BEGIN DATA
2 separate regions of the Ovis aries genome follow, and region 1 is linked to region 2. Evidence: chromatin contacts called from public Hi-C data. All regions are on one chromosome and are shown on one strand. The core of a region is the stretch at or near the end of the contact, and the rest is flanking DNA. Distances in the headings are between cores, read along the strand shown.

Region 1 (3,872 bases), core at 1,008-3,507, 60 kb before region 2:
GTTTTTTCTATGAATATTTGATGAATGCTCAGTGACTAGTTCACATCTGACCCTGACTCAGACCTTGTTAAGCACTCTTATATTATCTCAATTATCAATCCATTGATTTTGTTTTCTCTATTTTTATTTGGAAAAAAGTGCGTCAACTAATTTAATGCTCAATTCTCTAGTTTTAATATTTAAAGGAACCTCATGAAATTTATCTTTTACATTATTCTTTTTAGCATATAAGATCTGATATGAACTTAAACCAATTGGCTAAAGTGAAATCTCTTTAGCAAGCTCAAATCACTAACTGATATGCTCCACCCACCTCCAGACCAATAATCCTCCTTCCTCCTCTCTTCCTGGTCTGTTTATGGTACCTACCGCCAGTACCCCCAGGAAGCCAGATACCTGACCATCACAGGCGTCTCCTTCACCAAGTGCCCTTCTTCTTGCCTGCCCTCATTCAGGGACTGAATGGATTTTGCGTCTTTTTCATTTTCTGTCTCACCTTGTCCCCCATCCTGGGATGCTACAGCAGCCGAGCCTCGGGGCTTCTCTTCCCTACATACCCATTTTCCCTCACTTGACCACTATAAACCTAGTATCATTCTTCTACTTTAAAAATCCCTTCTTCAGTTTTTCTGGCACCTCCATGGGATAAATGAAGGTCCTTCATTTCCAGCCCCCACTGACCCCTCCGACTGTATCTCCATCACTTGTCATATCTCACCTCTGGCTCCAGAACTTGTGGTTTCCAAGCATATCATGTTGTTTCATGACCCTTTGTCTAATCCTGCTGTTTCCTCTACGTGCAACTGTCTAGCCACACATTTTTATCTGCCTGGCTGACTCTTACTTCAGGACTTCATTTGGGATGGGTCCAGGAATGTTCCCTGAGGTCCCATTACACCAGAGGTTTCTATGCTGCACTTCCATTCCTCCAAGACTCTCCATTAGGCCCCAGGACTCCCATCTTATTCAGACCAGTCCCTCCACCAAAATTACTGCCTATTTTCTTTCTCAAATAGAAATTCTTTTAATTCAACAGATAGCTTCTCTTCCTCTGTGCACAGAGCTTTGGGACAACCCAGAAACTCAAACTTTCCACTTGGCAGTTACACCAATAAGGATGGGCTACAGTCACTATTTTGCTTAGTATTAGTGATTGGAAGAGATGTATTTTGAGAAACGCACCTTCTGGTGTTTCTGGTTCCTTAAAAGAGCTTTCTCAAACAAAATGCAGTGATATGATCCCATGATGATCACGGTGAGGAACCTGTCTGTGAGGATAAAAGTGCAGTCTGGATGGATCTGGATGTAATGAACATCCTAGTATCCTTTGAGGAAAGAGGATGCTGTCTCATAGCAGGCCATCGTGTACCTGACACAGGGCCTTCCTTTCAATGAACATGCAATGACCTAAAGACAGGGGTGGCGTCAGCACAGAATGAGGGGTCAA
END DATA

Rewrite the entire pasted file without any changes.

2 separate regions of the Ovis aries genome follow, and region 1 is linked to region 2. Evidence: chromatin contacts called from public Hi-C data. All regions are on one chromosome and are shown on one strand. The core of a region is the stretch at or near the end of the contact, and the rest is flanking DNA. Distances in the headings are between cores, read along the strand shown.

Region 1 (3,872 bases), core at 1,008-3,507, 60 kb before region 2:
GTTTTTTCTATGAATATTTGATGAATGCTCAGTGACTAGTTCACATCTGACCCTGACTCAGACCTTGTTAAGCACTCTTATATTATCTCAATTATCAATCCATTGATTTTGTTTTCTCTATTTTTATTTGGAAAAAAGTGCGTCAACTAATTTAATGCTCAATTCTCTAGTTTTAATATTTAAAGGAACCTCATGAAATTTATCTTTTACATTATTCTTTTTAGCATATAAGATCTGATATGAACTTAAACCAATTGGCTAAAGTGAAATCTCTTTAGCAAGCTCAAATCACTAACTGATATGCTCCACCCACCTCCAGACCAATAATCCTCCTTCCTCCTCTCTTCCTGGTCTGTTTATGGTACCTACCGCCAGTACCCCCAGGAAGCCAGATACCTGACCATCACAGGCGTCTCCTTCACCAAGTGCCCTTCTTCTTGCCTGCCCTCATTCAGGGACTGAATGGATTTTGCGTCTTTTTCATTTTCTGTCTCACCTTGTCCCCCATCCTGGGATGCTACAGCAGCCGAGCCTCGGGGCTTCTCTTCCCTACATACCCATTTTCCCTCACTTGACCACTATAAACCTAGTATCATTCTTCTACTTTAAAAATCCCTTCTTCAGTTTTTCTGGCACCTCCATGGGATAAATGAAGGTCCTTCATTTCCAGCCCCCACTGACCCCTCCGACTGTATCTCCATCACTTGTCATATCTCACCTCTGGCTCCAGAACTTGTGGTTTCCAAGCATATCATGTTGTTTCATGACCCTTTGTCTAATCCTGCTGTTTCCTCTACGTGCAACTGTCTAGCCACACATTTTTATCTGCCTGGCTGACTCTTACTTCAGGACTTCATTTGGGATGGGTCCAGGAATGTTCCCTGAGGTCCCATTACACCAGAGGTTTCTATGCTGCACTTCCATTCCTCCAAGACTCTCCATTAGGCCCCAGGACTCCCATCTTATTCAGACCAGTCCCTCCACCAAAATTACTGCCTATTTTCTTTCTCAAATAGAAATTCTTTTAATTCAACAGATAGCTTCTCTTCCTCTGTGCACAGAGCTTTGGGACAACCCAGAAACTCAAACTTTCCACTTGGCAGTTACACCAATAAGGATGGGCTACAGTCACTATTTTGCTTAGTATTAGTGATTGGAAGAGATGTATTTTGAGAAACGCACCTTCTGGTGTTTCTGGTTCCTTAAAAGAGCTTTCTCAAACAAAATGCAGTGATATGATCCCATGATGATCACGGTGAGGAACCTGTCTGTGAGGATAAAAGTGCAGTCTGGATGGATCTGGATGTAATGAACATCCTAGTATCCTTTGAGGAAAGAGGATGCTGTCTCATAGCAGGCCATCGTGTACCTGACACAGGGCCTTCCTTTCAATGAACATGCAATGACCTAAAGACAGGGGTGGCGTCAGCACAGAATGAGGGGTCAA